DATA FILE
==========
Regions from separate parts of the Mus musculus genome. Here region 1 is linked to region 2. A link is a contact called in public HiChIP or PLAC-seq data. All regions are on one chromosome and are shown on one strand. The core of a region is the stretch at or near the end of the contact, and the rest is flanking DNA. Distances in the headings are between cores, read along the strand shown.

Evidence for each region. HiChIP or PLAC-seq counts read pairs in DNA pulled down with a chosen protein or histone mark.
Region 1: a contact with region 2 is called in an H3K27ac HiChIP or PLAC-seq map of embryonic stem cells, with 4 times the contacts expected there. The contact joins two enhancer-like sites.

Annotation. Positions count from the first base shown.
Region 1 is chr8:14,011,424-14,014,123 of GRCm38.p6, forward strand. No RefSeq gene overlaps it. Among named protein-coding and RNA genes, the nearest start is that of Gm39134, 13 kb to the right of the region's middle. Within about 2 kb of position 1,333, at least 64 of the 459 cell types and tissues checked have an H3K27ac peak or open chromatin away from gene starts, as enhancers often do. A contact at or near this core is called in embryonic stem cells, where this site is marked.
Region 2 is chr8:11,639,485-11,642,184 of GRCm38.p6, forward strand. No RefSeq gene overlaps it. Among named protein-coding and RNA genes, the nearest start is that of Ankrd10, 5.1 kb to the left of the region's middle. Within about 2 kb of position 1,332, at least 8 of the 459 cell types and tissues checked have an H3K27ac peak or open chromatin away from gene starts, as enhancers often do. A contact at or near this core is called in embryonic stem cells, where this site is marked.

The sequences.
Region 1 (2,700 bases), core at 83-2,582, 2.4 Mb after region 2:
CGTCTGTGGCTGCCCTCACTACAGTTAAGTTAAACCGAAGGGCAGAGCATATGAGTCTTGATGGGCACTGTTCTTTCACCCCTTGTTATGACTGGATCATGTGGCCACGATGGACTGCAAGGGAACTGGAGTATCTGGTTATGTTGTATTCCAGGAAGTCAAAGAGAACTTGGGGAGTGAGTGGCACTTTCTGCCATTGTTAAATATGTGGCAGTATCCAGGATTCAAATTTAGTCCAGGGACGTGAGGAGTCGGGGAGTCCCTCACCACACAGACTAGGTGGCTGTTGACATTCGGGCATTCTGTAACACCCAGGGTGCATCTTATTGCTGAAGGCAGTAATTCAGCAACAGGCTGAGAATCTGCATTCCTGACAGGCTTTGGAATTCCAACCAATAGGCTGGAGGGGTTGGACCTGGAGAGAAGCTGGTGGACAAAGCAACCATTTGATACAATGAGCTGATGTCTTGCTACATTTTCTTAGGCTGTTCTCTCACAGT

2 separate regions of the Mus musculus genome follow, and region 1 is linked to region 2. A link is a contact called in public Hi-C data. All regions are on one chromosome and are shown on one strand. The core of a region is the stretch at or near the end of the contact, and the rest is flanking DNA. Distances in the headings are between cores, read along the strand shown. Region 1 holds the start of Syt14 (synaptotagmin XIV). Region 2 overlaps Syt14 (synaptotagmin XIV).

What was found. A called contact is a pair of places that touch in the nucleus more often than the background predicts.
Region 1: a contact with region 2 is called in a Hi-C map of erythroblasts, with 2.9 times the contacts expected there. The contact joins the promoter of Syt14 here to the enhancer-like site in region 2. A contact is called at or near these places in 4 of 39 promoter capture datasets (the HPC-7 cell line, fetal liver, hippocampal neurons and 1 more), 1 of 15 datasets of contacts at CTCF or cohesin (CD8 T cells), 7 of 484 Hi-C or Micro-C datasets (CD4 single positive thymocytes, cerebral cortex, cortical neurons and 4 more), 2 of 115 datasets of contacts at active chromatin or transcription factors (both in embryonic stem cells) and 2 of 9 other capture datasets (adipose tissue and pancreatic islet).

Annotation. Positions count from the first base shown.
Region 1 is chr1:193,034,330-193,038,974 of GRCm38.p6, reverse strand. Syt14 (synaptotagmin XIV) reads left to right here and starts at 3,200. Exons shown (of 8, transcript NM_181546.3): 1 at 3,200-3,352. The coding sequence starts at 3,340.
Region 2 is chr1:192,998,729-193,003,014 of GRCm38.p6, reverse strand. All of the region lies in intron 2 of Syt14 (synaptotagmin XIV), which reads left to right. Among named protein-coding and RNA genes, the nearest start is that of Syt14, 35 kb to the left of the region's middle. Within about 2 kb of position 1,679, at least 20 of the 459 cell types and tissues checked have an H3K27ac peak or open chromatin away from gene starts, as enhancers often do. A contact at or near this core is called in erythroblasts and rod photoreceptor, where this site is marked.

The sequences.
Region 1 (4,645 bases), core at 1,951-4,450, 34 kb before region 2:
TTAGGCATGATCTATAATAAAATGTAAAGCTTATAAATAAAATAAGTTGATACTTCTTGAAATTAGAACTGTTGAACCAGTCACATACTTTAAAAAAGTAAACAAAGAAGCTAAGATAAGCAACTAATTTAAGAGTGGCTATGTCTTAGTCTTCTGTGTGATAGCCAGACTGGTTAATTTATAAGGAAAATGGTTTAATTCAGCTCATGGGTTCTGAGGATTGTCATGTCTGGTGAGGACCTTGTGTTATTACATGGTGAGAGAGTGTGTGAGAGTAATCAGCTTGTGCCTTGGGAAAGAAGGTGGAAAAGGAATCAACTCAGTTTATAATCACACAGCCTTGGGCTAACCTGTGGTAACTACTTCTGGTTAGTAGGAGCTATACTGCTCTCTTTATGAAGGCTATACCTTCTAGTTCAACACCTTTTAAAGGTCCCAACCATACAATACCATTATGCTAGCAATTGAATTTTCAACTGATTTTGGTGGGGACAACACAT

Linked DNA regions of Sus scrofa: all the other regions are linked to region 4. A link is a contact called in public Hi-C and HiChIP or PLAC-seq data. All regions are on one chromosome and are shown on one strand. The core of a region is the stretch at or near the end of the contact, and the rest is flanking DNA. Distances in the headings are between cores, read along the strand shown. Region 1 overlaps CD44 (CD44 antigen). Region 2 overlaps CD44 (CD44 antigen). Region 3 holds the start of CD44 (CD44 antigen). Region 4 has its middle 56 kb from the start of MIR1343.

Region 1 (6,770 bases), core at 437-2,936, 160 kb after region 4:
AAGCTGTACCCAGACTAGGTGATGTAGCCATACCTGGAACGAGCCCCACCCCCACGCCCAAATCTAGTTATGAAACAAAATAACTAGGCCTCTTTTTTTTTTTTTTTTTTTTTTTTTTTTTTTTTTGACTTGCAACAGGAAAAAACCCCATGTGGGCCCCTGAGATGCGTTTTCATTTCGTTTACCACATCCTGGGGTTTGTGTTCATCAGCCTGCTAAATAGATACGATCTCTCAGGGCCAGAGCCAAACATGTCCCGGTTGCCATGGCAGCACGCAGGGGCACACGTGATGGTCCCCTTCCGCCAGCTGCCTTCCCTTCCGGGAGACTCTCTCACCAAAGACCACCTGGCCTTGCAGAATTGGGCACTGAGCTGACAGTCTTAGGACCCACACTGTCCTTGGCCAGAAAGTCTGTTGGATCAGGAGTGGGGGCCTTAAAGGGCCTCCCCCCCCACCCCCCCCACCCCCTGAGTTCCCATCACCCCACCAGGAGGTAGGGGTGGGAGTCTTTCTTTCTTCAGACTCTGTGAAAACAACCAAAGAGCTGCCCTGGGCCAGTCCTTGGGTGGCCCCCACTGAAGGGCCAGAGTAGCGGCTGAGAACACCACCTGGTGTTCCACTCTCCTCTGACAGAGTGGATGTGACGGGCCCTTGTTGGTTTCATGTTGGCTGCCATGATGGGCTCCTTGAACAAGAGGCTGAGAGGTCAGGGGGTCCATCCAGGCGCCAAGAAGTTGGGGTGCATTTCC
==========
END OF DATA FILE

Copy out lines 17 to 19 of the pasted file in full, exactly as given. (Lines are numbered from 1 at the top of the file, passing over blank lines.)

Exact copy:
Region 1 (4,645 bases), core at 1,951-4,450, 34 kb before region 2:
TTAGGCATGATCTATAATAAAATGTAAAGCTTATAAATAAAATAAGTTGATACTTCTTGAAATTAGAACTGTTGAACCAGTCACATACTTTAAAAAAGTAAACAAAGAAGCTAAGATAAGCAACTAATTTAAGAGTGGCTATGTCTTAGTCTTCTGTGTGATAGCCAGACTGGTTAATTTATAAGGAAAATGGTTTAATTCAGCTCATGGGTTCTGAGGATTGTCATGTCTGGTGAGGACCTTGTGTTATTACATGGTGAGAGAGTGTGTGAGAGTAATCAGCTTGTGCCTTGGGAAAGAAGGTGGAAAAGGAATCAACTCAGTTTATAATCACACAGCCTTGGGCTAACCTGTGGTAACTACTTCTGGTTAGTAGGAGCTATACTGCTCTCTTTATGAAGGCTATACCTTCTAGTTCAACACCTTTTAAAGGTCCCAACCATACAATACCATTATGCTAGCAATTGAATTTTCAACTGATTTTGGTGGGGACAACACAT

Linked DNA regions of Sus scrofa: all the other regions are linked to region 4. A link is a contact called in public Hi-C and HiChIP or PLAC-seq data. All regions are on one chromosome and are shown on one strand. The core of a region is the stretch at or near the end of the contact, and the rest is flanking DNA. Distances in the headings are between cores, read along the strand shown. Region 1 overlaps CD44 (CD44 antigen). Region 2 overlaps CD44 (CD44 antigen). Region 3 holds the start of CD44 (CD44 antigen). Region 4 has its middle 56 kb from the start of MIR1343.